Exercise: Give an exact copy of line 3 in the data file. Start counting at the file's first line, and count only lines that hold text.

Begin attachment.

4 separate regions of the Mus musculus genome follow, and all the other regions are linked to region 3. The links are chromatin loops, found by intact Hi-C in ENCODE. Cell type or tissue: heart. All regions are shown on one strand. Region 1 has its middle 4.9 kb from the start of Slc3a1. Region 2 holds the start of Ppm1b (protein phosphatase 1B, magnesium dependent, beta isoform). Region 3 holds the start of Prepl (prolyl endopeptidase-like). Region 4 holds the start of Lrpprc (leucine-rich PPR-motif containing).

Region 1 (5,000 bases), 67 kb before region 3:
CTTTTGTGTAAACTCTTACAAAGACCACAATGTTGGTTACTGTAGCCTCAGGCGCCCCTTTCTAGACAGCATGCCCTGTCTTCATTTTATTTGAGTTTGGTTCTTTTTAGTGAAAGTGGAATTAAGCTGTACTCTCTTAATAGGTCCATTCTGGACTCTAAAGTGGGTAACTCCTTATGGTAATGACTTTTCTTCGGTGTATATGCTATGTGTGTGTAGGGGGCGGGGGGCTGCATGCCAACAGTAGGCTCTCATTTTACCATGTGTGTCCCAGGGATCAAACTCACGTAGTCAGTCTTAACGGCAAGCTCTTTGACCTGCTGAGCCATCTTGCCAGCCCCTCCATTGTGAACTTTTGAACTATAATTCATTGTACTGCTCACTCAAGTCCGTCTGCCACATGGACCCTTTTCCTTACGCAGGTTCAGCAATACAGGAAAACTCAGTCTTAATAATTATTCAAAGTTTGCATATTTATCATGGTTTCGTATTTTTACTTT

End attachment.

CTTTTGTGTAAACTCTTACAAAGACCACAATGTTGGTTACTGTAGCCTCAGGCGCCCCTTTCTAGACAGCATGCCCTGTCTTCATTTTATTTGAGTTTGGTTCTTTTTAGTGAAAGTGGAATTAAGCTGTACTCTCTTAATAGGTCCATTCTGGACTCTAAAGTGGGTAACTCCTTATGGTAATGACTTTTCTTCGGTGTATATGCTATGTGTGTGTAGGGGGCGGGGGGCTGCATGCCAACAGTAGGCTCTCATTTTACCATGTGTGTCCCAGGGATCAAACTCACGTAGTCAGTCTTAACGGCAAGCTCTTTGACCTGCTGAGCCATCTTGCCAGCCCCTCCATTGTGAACTTTTGAACTATAATTCATTGTACTGCTCACTCAAGTCCGTCTGCCACATGGACCCTTTTCCTTACGCAGGTTCAGCAATACAGGAAAACTCAGTCTTAATAATTATTCAAAGTTTGCATATTTATCATGGTTTCGTATTTTTACTTT